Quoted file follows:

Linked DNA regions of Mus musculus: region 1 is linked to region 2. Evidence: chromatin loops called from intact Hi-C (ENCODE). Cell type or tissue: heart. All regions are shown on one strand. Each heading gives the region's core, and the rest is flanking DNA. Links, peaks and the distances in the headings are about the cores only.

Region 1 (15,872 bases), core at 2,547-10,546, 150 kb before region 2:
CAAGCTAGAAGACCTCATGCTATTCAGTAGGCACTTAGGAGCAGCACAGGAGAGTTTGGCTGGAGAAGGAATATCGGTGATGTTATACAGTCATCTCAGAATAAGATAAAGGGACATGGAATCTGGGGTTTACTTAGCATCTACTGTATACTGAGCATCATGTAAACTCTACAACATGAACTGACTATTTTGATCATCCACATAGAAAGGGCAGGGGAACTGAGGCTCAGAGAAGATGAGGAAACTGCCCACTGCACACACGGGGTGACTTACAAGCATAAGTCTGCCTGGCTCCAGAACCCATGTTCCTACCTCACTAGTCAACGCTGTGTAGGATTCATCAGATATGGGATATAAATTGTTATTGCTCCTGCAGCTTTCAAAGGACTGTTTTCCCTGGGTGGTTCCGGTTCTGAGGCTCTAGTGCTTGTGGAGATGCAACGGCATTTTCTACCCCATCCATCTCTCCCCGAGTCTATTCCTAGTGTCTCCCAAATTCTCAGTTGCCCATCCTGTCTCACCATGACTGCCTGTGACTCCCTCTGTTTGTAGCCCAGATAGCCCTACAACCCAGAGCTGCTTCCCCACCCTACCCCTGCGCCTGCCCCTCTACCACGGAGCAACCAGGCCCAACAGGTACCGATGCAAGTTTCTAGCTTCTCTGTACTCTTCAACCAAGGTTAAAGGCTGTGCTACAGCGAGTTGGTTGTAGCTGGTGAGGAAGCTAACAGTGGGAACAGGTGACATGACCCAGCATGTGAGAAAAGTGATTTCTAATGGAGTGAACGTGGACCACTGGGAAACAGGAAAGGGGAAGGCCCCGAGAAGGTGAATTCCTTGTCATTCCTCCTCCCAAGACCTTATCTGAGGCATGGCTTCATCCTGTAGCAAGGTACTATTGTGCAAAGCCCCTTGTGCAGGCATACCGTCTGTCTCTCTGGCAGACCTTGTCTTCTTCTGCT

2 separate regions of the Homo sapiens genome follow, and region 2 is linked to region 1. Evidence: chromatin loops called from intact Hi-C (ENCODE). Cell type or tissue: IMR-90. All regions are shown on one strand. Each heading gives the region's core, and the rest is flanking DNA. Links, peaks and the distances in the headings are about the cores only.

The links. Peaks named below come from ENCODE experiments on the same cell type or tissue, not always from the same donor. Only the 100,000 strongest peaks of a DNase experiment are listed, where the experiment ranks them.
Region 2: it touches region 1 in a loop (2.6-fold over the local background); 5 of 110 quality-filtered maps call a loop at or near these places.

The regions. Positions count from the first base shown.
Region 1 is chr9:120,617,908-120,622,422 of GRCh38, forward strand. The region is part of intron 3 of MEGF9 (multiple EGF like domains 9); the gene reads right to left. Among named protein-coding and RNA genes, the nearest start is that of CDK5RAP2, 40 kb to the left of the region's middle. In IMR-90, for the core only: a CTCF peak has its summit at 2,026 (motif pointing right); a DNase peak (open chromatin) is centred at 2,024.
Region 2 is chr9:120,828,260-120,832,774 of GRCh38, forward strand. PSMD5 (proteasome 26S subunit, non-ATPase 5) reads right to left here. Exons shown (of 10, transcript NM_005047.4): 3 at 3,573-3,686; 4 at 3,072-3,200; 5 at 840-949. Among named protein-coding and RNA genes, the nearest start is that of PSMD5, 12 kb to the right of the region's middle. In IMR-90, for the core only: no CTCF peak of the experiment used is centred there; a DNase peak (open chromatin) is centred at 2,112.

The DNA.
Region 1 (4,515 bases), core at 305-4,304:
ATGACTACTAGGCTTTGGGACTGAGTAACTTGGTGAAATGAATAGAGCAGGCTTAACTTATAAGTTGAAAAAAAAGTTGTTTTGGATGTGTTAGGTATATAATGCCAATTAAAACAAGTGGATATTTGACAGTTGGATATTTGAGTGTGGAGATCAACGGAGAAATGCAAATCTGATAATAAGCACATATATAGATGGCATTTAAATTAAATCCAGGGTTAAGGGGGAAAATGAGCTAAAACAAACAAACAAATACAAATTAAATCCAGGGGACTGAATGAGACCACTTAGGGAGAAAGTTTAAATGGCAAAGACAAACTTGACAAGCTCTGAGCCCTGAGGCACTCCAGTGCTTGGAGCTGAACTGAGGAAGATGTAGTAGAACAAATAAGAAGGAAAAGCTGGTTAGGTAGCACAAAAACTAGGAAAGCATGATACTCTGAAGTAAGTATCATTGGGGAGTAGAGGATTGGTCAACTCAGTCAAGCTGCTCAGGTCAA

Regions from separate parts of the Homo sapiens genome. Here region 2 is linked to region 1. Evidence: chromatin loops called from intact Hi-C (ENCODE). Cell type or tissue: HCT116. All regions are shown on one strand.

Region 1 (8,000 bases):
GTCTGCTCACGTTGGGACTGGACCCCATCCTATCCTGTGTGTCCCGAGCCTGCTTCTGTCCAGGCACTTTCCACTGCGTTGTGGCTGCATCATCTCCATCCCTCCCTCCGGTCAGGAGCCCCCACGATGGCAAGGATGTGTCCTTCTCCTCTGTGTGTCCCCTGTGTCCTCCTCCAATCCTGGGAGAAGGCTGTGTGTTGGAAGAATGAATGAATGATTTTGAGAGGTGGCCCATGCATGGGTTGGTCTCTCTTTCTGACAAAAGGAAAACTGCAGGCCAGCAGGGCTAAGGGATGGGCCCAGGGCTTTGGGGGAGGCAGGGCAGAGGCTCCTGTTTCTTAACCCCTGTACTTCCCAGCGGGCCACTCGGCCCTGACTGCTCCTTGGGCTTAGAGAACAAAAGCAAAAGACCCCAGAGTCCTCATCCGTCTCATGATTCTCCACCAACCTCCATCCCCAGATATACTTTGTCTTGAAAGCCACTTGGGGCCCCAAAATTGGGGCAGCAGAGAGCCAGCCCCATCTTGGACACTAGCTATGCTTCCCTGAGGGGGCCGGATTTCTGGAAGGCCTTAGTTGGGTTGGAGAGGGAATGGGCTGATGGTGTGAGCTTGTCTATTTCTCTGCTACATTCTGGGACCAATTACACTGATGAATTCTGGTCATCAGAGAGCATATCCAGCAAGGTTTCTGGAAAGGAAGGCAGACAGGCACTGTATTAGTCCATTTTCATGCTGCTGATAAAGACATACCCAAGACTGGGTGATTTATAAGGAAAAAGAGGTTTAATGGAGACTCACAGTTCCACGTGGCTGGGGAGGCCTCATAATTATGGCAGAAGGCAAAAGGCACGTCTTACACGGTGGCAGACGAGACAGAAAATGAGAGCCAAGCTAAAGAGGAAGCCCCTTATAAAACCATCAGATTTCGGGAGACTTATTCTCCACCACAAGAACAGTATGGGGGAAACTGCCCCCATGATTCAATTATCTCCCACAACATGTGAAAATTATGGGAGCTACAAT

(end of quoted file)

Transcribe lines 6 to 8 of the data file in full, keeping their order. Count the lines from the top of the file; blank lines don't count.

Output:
Region 2: it touches region 1 in a loop (2.6-fold over the local background); 5 of 110 quality-filtered maps call a loop at or near these places.

The regions. Positions count from the first base shown.
Region 1 is chr9:120,617,908-120,622,422 of GRCh38, forward strand. The region is part of intron 3 of MEGF9 (multiple EGF like domains 9); the gene reads right to left. Among named protein-coding and RNA genes, the nearest start is that of CDK5RAP2, 40 kb to the left of the region's middle. In IMR-90, for the core only: a CTCF peak has its summit at 2,026 (motif pointing right); a DNase peak (open chromatin) is centred at 2,024.